Edward Beaumont, Confederate officer, farmer, and civil engineer, was born on October 21, 1833, in Natchez, Mississippi. He was the son of Jefferson Beaumont (1802–1865) of Kentucky and Sarah Greenleaf (1804–1874) of Mississippi. Beaumont's family moved to Calhoun County, Texas, by 1848, when Jefferson Beaumont became the county judge, a position he held until 1856. Edward Beaumont's parents were both buried in Jackson County, Texas. By 1860 Edward ran a farm near Indianola.
At the outbreak of the Civil War, Beaumont enlisted in Victoria, Texas, as a captain in Company B of Yager's First Mounted Rifles, First Cavalry Regiment on October 11, 1861. Yager's First Mounted Rifles later became Augustus Buchel's Brigade, Slaughter's Second Division, of the First Texas Cavalry. Captain Beaumont was stationed at Fort Brown, Texas, in March of 1863 and Camp Cedar Lake, Texas, in December of the same year. In 1864 he had a combined command of over 100 men and occupied the Louisiana side of the Sabine River. Captain Beaumont was a participant in the battles of the Red River campaign, including Mansfield, Pleasant Hill, and Morgan's Ferry.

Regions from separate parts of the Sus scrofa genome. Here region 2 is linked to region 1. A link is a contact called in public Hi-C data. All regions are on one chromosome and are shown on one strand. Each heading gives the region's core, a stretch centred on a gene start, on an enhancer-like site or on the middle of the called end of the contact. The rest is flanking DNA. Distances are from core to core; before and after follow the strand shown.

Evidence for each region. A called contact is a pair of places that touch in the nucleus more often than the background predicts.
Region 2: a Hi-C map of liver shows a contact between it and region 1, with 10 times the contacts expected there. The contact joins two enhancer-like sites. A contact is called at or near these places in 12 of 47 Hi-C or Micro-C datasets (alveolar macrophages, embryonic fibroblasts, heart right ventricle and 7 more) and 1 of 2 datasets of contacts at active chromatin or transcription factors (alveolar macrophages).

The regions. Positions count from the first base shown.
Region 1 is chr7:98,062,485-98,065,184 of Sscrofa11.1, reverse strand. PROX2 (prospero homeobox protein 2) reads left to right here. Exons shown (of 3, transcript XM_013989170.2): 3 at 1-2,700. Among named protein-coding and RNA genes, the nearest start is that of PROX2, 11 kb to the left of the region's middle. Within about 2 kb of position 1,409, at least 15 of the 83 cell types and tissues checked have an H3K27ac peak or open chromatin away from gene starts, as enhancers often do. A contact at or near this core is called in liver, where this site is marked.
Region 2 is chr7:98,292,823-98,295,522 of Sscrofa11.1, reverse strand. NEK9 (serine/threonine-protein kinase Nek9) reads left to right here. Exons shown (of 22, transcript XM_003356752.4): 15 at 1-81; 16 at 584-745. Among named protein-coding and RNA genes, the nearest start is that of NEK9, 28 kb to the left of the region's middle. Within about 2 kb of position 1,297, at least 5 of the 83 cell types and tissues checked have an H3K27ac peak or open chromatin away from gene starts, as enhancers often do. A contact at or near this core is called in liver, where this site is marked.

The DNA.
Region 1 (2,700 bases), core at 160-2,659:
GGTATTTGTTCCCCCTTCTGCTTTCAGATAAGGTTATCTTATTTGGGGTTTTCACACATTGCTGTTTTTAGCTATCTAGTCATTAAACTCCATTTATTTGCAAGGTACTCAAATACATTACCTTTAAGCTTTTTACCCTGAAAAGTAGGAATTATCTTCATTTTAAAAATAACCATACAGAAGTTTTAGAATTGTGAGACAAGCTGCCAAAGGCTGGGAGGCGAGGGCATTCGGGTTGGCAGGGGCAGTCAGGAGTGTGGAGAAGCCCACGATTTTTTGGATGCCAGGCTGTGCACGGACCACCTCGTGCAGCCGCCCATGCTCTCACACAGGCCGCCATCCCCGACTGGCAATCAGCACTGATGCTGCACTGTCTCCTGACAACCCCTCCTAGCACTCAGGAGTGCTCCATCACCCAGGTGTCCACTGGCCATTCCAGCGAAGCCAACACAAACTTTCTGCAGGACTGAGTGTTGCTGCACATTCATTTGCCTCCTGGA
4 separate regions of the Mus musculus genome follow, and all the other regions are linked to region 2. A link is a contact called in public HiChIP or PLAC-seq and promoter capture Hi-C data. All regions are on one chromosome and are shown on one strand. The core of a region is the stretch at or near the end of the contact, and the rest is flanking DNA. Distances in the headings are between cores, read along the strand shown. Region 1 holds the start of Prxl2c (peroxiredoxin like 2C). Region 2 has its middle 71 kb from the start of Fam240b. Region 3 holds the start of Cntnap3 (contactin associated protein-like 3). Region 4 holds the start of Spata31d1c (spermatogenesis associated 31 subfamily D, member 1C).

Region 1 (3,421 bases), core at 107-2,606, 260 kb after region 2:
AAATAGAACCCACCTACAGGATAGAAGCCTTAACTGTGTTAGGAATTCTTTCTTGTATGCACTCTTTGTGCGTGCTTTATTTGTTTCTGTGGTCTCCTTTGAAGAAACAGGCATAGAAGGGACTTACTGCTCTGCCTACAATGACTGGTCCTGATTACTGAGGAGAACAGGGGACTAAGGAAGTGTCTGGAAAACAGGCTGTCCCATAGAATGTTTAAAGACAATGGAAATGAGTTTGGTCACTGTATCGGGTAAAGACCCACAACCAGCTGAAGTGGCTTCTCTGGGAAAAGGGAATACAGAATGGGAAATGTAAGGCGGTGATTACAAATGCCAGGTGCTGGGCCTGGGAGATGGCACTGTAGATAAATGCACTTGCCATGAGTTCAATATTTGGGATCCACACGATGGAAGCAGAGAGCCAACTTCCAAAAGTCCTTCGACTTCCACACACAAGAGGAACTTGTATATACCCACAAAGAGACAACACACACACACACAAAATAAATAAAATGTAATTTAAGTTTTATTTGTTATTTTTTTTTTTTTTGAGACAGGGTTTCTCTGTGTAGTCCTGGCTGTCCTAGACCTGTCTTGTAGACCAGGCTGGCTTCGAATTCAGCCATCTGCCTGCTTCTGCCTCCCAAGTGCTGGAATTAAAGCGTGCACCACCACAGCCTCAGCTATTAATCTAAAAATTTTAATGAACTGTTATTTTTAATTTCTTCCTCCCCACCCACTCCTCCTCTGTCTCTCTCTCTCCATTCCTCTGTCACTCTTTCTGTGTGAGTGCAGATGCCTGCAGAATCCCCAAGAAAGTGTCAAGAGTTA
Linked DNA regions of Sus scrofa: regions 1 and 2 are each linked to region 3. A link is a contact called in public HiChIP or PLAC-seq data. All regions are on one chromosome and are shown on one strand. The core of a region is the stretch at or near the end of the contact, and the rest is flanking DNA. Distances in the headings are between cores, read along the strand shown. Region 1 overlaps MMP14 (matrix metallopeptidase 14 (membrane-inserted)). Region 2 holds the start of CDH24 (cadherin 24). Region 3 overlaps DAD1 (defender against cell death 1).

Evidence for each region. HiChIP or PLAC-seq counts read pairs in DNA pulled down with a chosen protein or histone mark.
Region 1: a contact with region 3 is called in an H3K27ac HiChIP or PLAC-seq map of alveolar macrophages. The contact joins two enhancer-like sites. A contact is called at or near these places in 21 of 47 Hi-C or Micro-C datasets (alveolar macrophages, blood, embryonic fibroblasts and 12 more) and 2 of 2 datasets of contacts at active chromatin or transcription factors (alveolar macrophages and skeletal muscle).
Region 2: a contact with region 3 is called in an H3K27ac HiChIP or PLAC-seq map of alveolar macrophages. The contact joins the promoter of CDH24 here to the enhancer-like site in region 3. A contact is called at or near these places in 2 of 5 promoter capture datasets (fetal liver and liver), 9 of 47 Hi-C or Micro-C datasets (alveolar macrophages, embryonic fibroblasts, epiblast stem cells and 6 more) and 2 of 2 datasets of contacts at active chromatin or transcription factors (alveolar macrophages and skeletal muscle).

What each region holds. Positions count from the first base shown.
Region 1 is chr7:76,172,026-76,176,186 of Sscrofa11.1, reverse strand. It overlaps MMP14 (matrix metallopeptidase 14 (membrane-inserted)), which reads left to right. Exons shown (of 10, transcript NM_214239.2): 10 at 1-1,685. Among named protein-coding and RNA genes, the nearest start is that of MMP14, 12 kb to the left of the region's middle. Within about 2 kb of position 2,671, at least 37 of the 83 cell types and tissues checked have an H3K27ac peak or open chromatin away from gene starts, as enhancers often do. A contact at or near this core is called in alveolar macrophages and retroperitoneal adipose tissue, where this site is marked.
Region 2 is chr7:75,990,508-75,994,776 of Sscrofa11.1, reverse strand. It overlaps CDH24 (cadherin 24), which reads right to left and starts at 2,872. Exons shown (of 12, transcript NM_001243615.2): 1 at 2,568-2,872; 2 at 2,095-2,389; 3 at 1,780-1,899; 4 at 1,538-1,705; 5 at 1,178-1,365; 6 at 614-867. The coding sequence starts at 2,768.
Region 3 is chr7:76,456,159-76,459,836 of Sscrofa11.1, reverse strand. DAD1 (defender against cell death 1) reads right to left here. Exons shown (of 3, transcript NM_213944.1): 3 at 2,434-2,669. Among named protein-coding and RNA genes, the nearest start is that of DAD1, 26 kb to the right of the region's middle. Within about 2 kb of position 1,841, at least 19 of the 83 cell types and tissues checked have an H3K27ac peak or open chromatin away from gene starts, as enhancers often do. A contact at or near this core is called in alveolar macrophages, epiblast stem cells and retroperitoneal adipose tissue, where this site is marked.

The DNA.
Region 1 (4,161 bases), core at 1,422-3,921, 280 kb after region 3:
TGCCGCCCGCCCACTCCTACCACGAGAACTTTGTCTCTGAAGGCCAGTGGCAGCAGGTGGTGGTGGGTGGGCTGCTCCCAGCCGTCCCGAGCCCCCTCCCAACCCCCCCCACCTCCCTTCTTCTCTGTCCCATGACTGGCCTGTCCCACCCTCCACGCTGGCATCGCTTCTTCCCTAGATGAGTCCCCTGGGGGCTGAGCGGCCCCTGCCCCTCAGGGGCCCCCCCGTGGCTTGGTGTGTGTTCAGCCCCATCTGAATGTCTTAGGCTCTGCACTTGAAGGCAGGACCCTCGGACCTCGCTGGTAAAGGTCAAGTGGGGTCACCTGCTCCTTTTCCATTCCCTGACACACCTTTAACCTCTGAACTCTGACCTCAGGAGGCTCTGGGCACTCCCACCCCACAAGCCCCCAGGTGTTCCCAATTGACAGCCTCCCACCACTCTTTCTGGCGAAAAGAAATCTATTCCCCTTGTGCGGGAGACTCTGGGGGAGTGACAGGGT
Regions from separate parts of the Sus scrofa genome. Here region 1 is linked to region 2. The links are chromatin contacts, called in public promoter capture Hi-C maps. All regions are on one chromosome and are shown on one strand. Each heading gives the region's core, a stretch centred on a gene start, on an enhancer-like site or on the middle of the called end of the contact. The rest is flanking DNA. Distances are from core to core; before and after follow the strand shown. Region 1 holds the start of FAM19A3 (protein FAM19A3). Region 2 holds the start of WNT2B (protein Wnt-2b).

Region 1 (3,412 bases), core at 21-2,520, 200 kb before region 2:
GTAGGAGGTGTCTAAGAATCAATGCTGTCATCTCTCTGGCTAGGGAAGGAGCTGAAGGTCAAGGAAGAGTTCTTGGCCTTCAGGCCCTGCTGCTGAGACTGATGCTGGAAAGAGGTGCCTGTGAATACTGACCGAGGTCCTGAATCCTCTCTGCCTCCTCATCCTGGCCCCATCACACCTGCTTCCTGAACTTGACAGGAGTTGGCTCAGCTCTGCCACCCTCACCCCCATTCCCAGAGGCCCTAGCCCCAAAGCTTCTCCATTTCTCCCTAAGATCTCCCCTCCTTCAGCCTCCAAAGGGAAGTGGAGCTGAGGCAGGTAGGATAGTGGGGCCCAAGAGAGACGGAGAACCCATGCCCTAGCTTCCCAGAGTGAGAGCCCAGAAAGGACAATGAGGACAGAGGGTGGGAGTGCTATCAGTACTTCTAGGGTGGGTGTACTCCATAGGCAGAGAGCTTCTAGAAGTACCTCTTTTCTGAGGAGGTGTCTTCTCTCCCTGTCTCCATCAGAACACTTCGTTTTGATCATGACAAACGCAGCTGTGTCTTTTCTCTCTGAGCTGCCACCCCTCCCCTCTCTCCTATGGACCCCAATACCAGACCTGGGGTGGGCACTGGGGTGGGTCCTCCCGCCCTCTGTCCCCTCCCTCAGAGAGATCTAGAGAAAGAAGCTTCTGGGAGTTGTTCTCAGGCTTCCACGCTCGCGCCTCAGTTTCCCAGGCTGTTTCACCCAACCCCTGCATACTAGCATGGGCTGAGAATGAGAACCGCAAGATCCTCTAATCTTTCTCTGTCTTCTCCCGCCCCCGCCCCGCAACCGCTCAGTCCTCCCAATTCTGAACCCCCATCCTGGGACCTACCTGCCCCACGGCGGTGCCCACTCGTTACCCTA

Beaumont survived the war and spent the rest of his long life traveling and working in various fields of employment. After the war, Beaumont moved to Mexico where he planted cotton for a year with Judge Terry, a brother of the old colonel of Terry's Texas Rangers. He also worked in the engineering department of the Vera Cruz and City of Mexico Railway. From Mexico, he moved to California, Arizona, and finally New Mexico, where he worked as a farmer, civil engineer, and a miner, respectively. Beaumont never married and died from an accidental gunshot wound on October 20, 1910, in his cabin sixteen miles north of Albuquerque, New Mexico.